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Materials Technology

Effect of the Yield to Tensile Ratio on Structural Integrity of Linepipes Subjected to Internal Pressure

[+] Author and Article Information
Hugo A. Ernst

 TENARIS, Center for Industrial Research, Simini 250, Campana, 2804 Buenos Aires, Argentinahernst@tenaris.com

Richard E. Bravo

 TENARIS, Center for Industrial Research, Simini 250, Campana, 2804 Buenos Aires, Argentinarbravo@tenaris.com

José A. Villasante

 TENARIS, Center for Industrial Research, Simini 250, Campana, 2804 Buenos Aires, Argentinajvillasante@tenaris.com

Alfonso Izquierdo

 TENARIS, TAMSA, Km 433.7 Carretera México, Veracruz Via Xalapa, Veracruz 91697, Méxicoaizquierdo@tamsa.ot

J. Offshore Mech. Arct. Eng 133(3), 031401 (Mar 04, 2011) (7 pages) doi:10.1115/1.2829857 History: Received October 06, 2005; Revised August 02, 2007; Published March 04, 2011; Online March 04, 2011

The effect of the yield (Y) to tensile (T) ratio YT on the structural integrity of linepipes with part through the thickness longitudinal defects subject to internal pressure was studied in this work. A model based on elastic-plastic fracture mechanics and plasticity theory was developed for that purpose. The analysis allows for load or deformation control situations. The results are shown in terms of curves of critical defect size versus the controlling variable, i.e., load or deformation. For each one of the several materials studied, different cases with different YT values were considered. Even for the lower limits of experimental data, i.e., larger YT, the materials have adequate defect tolerance.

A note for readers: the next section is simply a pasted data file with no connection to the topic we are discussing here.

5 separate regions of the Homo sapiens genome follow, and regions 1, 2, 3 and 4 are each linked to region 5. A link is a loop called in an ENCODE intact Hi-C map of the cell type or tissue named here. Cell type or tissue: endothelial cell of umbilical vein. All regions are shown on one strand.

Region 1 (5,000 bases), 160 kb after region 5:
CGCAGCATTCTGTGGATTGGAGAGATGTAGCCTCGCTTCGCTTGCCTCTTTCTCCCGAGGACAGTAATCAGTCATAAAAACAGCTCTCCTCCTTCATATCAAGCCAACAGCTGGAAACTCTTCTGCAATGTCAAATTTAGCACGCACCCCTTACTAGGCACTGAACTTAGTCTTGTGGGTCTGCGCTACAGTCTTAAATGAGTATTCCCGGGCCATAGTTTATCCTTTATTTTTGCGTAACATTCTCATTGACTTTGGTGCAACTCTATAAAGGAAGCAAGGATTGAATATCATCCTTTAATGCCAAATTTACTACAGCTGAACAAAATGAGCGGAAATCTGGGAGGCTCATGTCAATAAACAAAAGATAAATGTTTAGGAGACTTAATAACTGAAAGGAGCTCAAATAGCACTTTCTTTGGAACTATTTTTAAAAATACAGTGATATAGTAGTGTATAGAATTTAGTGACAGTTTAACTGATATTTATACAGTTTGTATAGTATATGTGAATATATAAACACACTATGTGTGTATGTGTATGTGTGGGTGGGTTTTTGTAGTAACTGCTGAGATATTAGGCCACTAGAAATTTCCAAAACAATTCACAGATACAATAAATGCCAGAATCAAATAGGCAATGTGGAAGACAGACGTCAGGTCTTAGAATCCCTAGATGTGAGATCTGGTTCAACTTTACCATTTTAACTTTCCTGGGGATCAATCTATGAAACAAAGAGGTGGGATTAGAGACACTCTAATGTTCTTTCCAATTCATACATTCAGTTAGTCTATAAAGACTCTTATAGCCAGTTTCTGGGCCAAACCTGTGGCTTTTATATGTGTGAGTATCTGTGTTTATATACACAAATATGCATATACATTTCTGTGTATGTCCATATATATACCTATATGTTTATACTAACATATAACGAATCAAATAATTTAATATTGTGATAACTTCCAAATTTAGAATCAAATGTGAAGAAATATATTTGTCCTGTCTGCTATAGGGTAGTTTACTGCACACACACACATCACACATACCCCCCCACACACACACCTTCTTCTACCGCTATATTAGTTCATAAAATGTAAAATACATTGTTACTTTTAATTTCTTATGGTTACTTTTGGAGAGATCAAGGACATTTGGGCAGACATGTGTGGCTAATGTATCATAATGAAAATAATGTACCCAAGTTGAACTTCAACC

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Copyright © 2011 by American Society of Mechanical Engineers
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Figures

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Figure 1

Tube and defect geometry

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Figure 2

Structural integrity assessment methodology

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Figure 3

Y∕T B.C. and best-fit curve versus Y. X60-tube ∅323.9×14.3mm2.

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Figure 4

T versus Y, acceptability limits, B.C., best-fit curve, and cases. X60-tube ∅323.9×14.3mm2.

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Figure 5

Typical critical pressure versus crack depth/thickness curve

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Figure 6

Pressure versus critical crack depth for a∕c=0.2—Cases A, B. X60—tube ∅323.9×14.3mm2.

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Figure 7

Pressure versus radial deformation curves. X60-tube ∅323.9×14.3mm2.

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Figure 8

Radial deformation versus critical crack depth for a∕c=0.2—Cases A, B. X60—tube ∅323.9×14.3mm2.

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Figure 9

Radial deformation versus critical defect half length for a∕t=0.1 and 0.2—Cases A, B. X60—tube ∅323.9×14.3mm2.

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Figure 10

Crack depth (a) versus crack length (2c) for 0.5% of radial deformation. X60-tube ∅323.9×14.3mm2.

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Figure 11

Crack depth (a) versus crack length (2c) for 0.5% of radial deformation. X65-tube ∅406.4×28.6mm2.

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Figure 12

Crack depth (a) versus crack length (2c) for 0.5% of radial deformation. X65-tube ∅273.1×20.6mm2.

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